There’s no question that becoming a medical professional and entering the healthcare field is one of the best options out there when you want to find a job that rewards you personally and professionally. Almost everyone knows that the medical field is filled with jobs that offer excellent salaries, good job growth, and great benefits. But one interesting option that many are considering is to become a correctional medicine physician.
This position places you in a situation wherein you provide direct care to patients, only in a very unique setting. It still offers all the benefits and rewards that traditional physician positions do, however, and as such it’s well worth a look by those hoping to find a career that is right for them. Keep reading to learn more about what it involves.
What Is a Correctional Medicine Physician?
Essentially, a correctional medicine physician is a medical doctor who works within the prison system instead of in a hospital or private practice. They work to provide medical care to inmates, and will work in prisons, jails, and other correctional institutions.
Correctional medicine physician job duties vary greatly, but will include the following.
- Provide care to individual patients as needed
- Examine, diagnose, and treat patients and their illnesses or injuries
- Consult with prison authorities to ensure that they understand all medical requirements and restrictions
- Work to deliver care to patient populations
- Deliver educational materials to patient populations in order to teach them better health habits and provide an increase to overall population health
- Perform daily checks of supplies and order additional ones as needed
- Perform checks of equipment to maintain proper working order
- Perform tests and exams as needed, including tests requiring machines like EKGs or X-rays
- Collaborate with different health team members and correctional team members to ensure all protocols, security policies, and procedures are followed while still delivering healthcare to those in need
- Keep clear, accurate records as required by protocols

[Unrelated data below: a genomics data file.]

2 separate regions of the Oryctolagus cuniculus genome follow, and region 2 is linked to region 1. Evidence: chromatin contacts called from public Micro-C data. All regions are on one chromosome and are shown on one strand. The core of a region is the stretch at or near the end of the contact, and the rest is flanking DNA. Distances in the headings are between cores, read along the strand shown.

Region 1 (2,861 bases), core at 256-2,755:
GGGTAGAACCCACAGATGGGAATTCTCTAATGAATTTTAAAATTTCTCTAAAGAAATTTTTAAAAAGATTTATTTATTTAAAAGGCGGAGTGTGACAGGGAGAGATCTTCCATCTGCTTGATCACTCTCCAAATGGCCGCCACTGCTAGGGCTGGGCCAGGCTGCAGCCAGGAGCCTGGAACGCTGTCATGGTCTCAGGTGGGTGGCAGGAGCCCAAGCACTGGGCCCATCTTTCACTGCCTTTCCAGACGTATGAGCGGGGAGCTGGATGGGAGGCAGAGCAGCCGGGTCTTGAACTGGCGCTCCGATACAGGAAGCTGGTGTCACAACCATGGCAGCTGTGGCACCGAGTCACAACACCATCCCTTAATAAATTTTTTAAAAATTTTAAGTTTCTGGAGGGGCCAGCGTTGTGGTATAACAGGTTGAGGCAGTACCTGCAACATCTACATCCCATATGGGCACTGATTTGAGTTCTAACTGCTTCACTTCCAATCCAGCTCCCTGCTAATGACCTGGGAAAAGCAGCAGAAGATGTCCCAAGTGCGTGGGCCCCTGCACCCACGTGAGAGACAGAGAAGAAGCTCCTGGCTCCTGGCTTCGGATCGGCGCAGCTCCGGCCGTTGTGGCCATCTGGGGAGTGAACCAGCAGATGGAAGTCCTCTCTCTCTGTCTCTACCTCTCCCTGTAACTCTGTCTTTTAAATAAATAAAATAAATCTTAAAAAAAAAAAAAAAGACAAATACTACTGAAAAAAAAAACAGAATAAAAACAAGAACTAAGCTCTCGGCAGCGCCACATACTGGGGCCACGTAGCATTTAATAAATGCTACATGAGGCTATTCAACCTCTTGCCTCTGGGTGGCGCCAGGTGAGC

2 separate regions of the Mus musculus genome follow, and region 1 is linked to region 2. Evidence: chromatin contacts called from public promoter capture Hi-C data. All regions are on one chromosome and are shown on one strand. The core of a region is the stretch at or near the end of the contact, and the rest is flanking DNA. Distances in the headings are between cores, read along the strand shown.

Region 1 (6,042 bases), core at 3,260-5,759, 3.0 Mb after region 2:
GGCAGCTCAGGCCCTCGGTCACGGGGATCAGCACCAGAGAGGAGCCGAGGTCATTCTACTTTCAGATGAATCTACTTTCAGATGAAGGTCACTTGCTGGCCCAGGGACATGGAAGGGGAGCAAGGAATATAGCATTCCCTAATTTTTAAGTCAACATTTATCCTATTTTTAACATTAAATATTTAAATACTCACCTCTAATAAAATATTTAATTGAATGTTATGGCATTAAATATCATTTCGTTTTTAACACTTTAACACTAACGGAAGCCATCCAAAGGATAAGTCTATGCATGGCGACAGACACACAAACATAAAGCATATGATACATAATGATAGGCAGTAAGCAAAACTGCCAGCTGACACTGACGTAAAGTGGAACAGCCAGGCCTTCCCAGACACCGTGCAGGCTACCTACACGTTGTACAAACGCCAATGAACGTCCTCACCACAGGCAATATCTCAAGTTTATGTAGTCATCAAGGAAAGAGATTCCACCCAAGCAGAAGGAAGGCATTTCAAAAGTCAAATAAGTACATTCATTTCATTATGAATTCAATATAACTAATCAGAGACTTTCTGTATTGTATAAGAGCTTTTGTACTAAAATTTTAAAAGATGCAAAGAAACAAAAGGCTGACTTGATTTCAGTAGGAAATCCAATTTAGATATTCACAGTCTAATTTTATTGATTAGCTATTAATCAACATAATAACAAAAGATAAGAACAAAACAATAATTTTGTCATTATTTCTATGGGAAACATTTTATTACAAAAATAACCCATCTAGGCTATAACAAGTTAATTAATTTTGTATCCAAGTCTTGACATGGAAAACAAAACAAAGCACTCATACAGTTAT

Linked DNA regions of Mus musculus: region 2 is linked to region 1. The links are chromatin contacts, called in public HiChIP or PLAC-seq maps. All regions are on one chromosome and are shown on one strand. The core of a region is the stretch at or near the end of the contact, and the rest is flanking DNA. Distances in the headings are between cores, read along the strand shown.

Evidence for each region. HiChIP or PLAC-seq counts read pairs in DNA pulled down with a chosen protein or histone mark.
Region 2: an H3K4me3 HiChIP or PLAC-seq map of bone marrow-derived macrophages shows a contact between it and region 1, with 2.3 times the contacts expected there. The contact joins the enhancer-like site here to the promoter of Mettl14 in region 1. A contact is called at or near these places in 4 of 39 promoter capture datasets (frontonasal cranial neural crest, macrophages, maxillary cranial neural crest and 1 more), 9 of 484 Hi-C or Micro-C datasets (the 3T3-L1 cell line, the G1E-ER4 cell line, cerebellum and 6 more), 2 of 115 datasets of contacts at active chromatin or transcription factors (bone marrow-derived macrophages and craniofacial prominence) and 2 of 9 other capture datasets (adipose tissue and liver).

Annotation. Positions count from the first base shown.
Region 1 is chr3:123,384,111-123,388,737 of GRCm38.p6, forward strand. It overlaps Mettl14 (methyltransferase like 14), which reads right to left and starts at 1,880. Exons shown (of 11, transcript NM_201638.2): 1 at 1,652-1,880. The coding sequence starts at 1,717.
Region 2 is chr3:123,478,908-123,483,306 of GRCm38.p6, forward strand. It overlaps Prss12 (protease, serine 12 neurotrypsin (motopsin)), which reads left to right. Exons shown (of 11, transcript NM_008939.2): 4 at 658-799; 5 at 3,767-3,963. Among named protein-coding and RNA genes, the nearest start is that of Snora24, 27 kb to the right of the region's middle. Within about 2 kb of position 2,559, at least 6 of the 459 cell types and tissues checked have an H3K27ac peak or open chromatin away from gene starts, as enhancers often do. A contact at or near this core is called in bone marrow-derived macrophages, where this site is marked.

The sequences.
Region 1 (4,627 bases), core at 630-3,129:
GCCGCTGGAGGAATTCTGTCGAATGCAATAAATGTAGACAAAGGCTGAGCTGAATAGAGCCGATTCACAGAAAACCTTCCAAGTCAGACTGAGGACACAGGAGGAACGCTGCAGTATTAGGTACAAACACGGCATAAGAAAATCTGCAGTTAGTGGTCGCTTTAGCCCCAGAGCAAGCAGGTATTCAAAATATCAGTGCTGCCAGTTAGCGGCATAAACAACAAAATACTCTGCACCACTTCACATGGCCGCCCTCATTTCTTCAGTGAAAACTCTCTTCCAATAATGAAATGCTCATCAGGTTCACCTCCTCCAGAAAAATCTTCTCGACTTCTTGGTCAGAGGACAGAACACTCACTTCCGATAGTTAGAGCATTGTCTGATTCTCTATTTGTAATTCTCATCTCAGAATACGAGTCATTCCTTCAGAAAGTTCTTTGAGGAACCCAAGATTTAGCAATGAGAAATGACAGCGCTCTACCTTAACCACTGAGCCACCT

- Communicate with health team members and other staff who assist in the delivery of medical care
- Transcribe med orders
- Perform any additional medical related duties
Nature of the Work
The nature of the job is almost identical to that of a standard physician, except for the overall environment. Instead of working with patients who go home, the correctional medicine physician works with patients who stay on site until their release. Additionally, many in the field will need to stay current on all rules and regulations for medication administration, tool management, and more. Failure to follow strict guidelines could lead to security threats and as such those working in this field need to not only practice all medical procedures properly, but consider the security risks as well.
Those who work as correctional medicine physicians may operate full time in a large prison while others could still maintain a private practice, only have a contract with the prison – thus visiting it on a periodic basis.
Education and Training
In order to become a correctional medicine physician, you need to become a medical doctor. This is done by completing medical school and earning an MD or DO degree. Training will involve several years of school, with the final two years of medical school spent working under the supervision of a physician in a clinical setting. This residency allows you to develop real skills in a real life setting that will then be carried over into your career.
As for entering the field of correctional medicine, in most cases employers will only require that you be licensed to practice medicine in the state you live in and will be working in. Experience in the correctional field or a similar area of study may be preferred, but not required.
You’ll want to ensure that you are detail oriented, have strong levels of compassion, and that you pay close attention to detail in order to become a physician.
?While correctional medicine physicians aren’t listed by the Bureau of Labor Statistics, physicians in general are expected to enjoy a 19% job growth over the next decade. Also, their average annual salary is about $187,200. By working in a correctional facility, you will enjoy additional benefits that are often related to government based jobs, further improving the level of benefits you receive as a physician.